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LA Spots to Get Your Rock On

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Very much like the film scene, the music scene in Los Angeles is vibrant. This is a city all musicians come through—many to create, all to tour, and some to live. Topanga Canyon was home to Neil Young and Joni Mitchell, Venice hosted The Doors, Anthony Gonzales a.k.a. M83 lives in Silver Lake, and Adele has settled down in Beverly Hills.

If you plan to see a show or concert during your trip, first, some general show-going tips: You can buy tickets for some shows with lower fees at Amoeba Music , the Palladium, and the Shrine. The latter two are only open for ticket sales at certain hours, so make sure to check before going. If you're trying to see a show that's sold out—or even if it’s not—check Stubhub the day or week of the show. Sometimes tickets for pretty big shows will drop down significantly.

Check the band’s or venue’s Twitter or Instagram profiles the day before or the day of the show; oftentimes they’ll post the set times there. That way, if you can’t make it for the opening act—or aren’t interested in seeing it—you can find out what time you need to be there to catch the main act. When it comes to transportation, always take an Uber, Lyft, or another ride-sharing service if you can. Parking is usually at least $20 USD wherever you go and can be scarce. Also, try to leave before the encore so you beat the crowd and ride-sharing service surges.

Last but not least, check and see who’ll be coming through the following spots (we suggest using Do LA) during your stay in LA.

**Please note that due to COVID-19 protocols many of these venues are currently closed.

Historic amphitheater Hollywood Bowl for live music in Los Angeles, California.
Photo courtesy of the Hollywood Bowl.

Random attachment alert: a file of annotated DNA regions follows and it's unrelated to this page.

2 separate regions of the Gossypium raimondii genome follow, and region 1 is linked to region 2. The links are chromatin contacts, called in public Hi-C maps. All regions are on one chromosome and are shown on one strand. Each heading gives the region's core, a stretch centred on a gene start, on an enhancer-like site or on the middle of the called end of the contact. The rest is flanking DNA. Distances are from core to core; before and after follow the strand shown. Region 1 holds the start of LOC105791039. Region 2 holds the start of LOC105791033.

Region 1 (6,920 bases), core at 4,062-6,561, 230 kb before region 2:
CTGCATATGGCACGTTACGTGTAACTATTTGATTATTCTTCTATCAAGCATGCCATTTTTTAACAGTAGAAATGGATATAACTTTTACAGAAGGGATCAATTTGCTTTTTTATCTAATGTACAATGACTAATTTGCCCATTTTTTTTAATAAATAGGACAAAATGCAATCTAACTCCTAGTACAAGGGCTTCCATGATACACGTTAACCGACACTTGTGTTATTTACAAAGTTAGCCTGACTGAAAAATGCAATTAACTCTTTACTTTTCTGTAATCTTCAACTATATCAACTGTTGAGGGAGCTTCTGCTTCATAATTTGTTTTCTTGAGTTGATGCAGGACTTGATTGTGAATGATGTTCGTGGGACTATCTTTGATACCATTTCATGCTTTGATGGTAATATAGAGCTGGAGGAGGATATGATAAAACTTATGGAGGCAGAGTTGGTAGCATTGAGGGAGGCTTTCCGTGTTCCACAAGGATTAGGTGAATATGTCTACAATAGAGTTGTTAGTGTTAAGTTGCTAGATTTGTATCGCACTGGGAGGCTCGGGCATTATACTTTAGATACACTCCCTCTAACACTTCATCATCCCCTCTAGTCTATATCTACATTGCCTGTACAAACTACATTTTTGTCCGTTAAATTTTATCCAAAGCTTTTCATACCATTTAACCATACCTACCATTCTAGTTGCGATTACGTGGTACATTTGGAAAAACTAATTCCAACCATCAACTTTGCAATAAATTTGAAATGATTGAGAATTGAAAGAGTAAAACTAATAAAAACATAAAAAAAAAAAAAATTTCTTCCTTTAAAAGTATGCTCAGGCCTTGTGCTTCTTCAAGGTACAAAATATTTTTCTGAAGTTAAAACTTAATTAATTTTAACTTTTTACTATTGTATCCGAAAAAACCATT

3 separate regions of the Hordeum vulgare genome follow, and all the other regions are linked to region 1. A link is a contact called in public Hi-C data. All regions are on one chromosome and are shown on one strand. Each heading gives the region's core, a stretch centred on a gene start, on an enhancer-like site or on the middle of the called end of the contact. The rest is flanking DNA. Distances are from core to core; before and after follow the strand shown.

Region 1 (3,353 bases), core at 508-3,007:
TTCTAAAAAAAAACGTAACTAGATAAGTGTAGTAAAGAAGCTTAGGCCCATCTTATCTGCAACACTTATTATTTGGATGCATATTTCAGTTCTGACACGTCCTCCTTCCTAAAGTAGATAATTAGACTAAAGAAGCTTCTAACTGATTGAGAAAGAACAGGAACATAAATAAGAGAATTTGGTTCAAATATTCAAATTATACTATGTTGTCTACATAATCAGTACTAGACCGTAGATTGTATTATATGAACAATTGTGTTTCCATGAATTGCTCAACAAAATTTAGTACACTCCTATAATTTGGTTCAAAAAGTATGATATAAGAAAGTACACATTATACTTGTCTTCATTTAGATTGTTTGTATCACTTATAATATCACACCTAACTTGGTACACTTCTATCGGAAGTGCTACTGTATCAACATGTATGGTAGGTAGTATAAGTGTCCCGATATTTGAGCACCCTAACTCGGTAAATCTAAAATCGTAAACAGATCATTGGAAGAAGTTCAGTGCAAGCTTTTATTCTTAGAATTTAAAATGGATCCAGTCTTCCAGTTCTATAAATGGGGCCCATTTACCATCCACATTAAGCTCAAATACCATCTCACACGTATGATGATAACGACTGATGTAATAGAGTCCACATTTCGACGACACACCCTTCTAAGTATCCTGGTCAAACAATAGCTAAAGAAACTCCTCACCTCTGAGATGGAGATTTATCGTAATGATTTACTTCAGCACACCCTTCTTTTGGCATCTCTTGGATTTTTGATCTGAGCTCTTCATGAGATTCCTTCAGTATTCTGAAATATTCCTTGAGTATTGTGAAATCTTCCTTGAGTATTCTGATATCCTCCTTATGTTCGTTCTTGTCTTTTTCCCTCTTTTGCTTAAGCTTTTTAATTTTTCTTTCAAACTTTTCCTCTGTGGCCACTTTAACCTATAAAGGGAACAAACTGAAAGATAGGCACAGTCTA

1. Hollywood Bowl

2301 N Highland Ave, Los Angeles, CA 90068

This historic amphitheater is beautifully set against the surrounding Hollywood Hills, with sunset being a particularly stunning time to be there. It’s a popular choice to bring a picnic and beverages to enjoy during the show, but make sure to check if it’s an official Hollywood Bowl event or not in order to know what exactly you can bring—items allowed inside vary based on the event type. Food and drinks are also for sale there.

Check what types of tickets they’ll be accepting at the door. This is one of the few venues in LA where if it says bring a physical ticket, you actually need to bring a printed-out ticket in order to be allowed in.

Last but not least, if driving to the event, park at the Loews Hollywood Hotel or somewhere down the street from the venue—not in the official lot. Traffic getting in can be insane, parking fees will be cheaper, and it’s not too long of a walk (about 20 minutes). This will also be helpful when you’re leaving the venue, as getting out of the Hollywood Bowl’s parking lot is a nightmare.

Live music at the small intimate The Echo in Los Angeles, California.
Photo courtesy of the Echo.

2. The Echo

1822 Sunset Blvd, Los Angeles, CA 90026, USA

The Echo is a small, intimate room that usually features up-and-coming electronic groups and indie bands. Its sister club, the Echoplex —a much larger venue for rock shows and DJ and dance nights (Bootie LA is a favorite)—is downstairs. Therefore, double-check which one you’re going to and make sure your rideshare drops you off at the correct venue.

Despite your best efforts, sometimes you’ll put in the Echoplex and they’ll drop you off at the Echo instead. If this happens to you, you’ll be directed to a bridge (to the right if you’re facing the venue) where you can take the stairs down to the Echoplex.